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History by the Foot: Processing Archival Collections at the LBI

Annedore Wilmes
Tue, Nov 22, 2016

The suitcase exhales a puff of dust as Frank Mecklenburg sets it down on the floor of his office at the LBI. It is clear that this luggage has reached the end of an extraordinary journey. Faded stickers featuring a long-obsolete American Airlines logo and a 19th-century Dutch resort called the “Grand Hotel & Kurhaus Huister Duin” still cling to the battered leather. Contained inside is the latest donation of archival materials to the LBI.

“Robin Hirsch gave us these two suitcases, which belonged to his parents,” explains Mecklenburg, the LBI’s research director. “They contain photos, documents, and the private correspondence of his parents, spanning from about 1900 until the 1970s.” During the National Socialist regime, Herbert Hirsch and Käthe Lewald fled Berlin for London, where Robin was born in 1942. At the LBI, their suitcases will be unpacked for the last time, and the contents sorted and preserved.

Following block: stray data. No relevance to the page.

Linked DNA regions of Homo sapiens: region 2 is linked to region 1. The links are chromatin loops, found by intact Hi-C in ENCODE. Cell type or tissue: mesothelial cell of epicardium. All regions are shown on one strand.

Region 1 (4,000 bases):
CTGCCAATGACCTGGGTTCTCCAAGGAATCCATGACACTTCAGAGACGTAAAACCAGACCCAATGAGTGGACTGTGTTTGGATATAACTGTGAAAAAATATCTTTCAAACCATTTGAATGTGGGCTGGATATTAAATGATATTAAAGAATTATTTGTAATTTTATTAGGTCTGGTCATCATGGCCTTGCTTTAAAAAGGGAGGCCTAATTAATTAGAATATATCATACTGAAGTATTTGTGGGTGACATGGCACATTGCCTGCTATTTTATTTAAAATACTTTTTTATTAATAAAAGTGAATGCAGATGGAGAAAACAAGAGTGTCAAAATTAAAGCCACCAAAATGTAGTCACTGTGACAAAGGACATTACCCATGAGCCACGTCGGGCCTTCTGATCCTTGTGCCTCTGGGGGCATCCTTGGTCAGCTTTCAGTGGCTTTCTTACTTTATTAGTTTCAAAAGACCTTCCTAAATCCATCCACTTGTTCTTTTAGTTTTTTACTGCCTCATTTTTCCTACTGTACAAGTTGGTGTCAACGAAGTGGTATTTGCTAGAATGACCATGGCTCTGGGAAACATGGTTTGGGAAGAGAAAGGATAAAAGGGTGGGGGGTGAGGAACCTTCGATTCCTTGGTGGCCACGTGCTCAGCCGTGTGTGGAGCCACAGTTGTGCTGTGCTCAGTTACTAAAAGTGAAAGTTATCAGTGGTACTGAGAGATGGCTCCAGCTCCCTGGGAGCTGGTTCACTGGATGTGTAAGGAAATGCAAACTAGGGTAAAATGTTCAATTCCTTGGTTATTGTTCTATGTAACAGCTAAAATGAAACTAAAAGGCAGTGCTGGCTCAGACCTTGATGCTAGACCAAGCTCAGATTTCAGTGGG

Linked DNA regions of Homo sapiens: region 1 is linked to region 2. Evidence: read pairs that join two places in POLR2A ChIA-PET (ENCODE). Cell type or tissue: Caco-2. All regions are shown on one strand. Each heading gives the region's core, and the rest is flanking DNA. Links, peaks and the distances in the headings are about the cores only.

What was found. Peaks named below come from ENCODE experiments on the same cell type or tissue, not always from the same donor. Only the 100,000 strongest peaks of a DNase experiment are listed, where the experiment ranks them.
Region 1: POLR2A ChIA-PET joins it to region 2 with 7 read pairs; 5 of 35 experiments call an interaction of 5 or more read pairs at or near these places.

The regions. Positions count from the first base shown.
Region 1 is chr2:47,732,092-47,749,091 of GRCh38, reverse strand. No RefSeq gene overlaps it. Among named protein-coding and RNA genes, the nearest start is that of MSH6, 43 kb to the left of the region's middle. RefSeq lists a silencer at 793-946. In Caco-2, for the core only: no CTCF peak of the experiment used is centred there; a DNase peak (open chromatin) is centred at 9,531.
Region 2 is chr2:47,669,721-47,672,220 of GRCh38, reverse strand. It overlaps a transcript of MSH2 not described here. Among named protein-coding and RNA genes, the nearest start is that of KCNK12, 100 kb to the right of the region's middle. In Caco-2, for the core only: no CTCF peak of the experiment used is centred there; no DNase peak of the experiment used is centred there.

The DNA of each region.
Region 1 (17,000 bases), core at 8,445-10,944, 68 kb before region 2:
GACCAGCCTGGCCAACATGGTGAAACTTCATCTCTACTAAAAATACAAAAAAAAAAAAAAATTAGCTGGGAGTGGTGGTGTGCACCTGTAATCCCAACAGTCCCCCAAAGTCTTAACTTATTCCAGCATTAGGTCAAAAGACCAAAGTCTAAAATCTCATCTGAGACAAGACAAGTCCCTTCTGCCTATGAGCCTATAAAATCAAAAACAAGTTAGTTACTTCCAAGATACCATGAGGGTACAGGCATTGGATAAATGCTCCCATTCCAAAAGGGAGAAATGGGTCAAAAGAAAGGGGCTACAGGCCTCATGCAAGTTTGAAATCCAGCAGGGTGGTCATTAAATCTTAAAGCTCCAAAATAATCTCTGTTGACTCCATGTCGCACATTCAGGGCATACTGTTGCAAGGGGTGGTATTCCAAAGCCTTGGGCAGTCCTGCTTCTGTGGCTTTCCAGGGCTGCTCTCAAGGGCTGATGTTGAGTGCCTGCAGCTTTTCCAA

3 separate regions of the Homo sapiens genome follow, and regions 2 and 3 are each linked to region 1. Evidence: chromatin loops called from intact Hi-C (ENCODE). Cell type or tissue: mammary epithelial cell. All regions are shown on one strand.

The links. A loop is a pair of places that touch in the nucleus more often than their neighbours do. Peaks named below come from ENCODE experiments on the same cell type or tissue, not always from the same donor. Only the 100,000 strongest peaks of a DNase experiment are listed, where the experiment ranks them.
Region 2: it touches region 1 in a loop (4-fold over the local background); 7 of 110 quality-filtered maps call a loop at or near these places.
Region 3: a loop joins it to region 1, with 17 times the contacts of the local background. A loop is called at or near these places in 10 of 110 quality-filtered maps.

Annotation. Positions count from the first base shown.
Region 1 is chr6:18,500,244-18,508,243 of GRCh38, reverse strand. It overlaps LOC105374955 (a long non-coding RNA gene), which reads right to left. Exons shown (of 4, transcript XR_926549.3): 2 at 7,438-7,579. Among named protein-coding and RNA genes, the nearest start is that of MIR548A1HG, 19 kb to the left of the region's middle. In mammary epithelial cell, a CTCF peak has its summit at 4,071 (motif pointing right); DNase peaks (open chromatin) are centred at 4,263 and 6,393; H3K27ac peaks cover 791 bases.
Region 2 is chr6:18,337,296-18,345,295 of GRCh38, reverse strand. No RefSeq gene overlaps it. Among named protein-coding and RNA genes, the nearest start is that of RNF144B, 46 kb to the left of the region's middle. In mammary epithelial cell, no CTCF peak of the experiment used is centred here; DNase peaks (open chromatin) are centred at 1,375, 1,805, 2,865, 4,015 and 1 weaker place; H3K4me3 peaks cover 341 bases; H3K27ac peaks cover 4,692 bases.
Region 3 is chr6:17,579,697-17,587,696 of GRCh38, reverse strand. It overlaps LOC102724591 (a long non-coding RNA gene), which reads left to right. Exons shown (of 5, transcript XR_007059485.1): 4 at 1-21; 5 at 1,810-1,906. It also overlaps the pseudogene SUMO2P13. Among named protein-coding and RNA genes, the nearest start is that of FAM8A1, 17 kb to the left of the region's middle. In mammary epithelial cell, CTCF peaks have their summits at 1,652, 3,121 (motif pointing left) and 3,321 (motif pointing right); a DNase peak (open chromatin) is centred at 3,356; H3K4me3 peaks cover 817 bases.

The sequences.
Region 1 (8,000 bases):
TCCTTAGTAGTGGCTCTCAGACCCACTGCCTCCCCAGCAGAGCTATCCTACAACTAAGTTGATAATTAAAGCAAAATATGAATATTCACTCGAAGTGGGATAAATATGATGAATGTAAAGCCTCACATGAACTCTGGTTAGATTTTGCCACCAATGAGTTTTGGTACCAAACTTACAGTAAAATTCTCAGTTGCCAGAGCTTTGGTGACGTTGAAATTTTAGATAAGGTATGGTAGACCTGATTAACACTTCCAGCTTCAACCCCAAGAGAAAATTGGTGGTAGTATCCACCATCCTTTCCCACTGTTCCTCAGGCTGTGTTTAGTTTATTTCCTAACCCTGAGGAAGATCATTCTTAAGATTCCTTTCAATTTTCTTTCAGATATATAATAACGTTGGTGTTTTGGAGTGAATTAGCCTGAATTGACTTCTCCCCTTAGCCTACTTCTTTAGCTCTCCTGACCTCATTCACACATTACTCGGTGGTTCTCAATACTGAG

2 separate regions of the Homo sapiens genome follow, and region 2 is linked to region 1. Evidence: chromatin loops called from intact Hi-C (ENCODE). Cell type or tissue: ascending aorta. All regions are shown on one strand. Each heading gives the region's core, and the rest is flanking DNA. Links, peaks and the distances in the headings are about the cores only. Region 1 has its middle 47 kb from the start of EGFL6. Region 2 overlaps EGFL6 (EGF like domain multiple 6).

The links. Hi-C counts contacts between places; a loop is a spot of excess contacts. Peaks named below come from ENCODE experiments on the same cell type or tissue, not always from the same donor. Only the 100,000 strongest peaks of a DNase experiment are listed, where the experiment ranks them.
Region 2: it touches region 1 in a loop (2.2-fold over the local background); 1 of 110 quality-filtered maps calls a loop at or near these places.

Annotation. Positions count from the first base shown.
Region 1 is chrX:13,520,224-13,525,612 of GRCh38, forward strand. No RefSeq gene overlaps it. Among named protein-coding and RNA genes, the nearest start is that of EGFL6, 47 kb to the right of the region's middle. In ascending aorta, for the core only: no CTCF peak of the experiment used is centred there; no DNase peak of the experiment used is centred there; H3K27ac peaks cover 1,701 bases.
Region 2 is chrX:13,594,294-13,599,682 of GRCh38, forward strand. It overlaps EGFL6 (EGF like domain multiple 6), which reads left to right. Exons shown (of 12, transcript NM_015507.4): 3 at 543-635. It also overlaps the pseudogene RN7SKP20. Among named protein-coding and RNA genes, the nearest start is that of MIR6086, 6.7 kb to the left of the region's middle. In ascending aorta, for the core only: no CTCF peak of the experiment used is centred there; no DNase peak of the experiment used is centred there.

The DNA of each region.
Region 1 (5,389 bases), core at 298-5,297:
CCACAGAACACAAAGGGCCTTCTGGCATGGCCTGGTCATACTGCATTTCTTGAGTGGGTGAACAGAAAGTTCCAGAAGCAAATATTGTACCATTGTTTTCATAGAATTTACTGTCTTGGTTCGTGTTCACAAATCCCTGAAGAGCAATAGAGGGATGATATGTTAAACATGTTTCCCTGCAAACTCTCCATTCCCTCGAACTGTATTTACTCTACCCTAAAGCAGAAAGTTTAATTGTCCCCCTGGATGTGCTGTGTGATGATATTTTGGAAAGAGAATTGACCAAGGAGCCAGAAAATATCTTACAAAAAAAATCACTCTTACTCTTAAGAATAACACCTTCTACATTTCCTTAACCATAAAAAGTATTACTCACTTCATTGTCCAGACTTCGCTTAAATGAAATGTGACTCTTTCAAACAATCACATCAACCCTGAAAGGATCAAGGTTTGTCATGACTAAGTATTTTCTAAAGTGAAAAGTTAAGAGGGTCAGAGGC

It is not unusual for suitcases, banker’s boxes, and even plastic bags containing historical material to be opened for the first time in decades at the LBI. Today, that job falls to Sophia Stolf. Enrolled in a Masters program in Social and Cultural Studies in Berlin, she is completing a three-month internship in the LBI archives in New York. She carefully opens the dull metal latches and opens the lid to reveal a mound of papers: letters, ID cards, photographs. Some are bound together with strings or wrapped in bags, but many are loose.

“The materials we deal with here are usually handed down within families,” says Hermann Teifer, head archivist at the LBI. Typically, the donors are from the second generation born after the war. From their parents, who belonged to the first post-war generation, they receive the materials that their grandparents saved as refugees from Germany. Thus, the material is often decades-removed from the people to whom it had the most meaning.

“When descendants receive a family collection like this, it is often just a small part of a larger estate,” says Teifer. Dealing with the administration of a parent’s or grandparent’s estate can demand a lot of attention, which means that historical materials sometimes get overlooked. “That is why the materials we receive have often languished in attics or storage spaces for years,” explains Teifer.

Sophia Stolf is making up for lost time. First, she removes all the material and organizes it in acid-free folders, which she places in blue archival storage boxes. To the extent possible, Stolf maintains the exact arrangement and order that the materials were in when the donor handed them over.

Once the materials are in boxes, Teifer assigns a call number, which begins with AR and ends in a serial number. With the call number assigned, the boxes can be added to the computerized catalog as a new donation.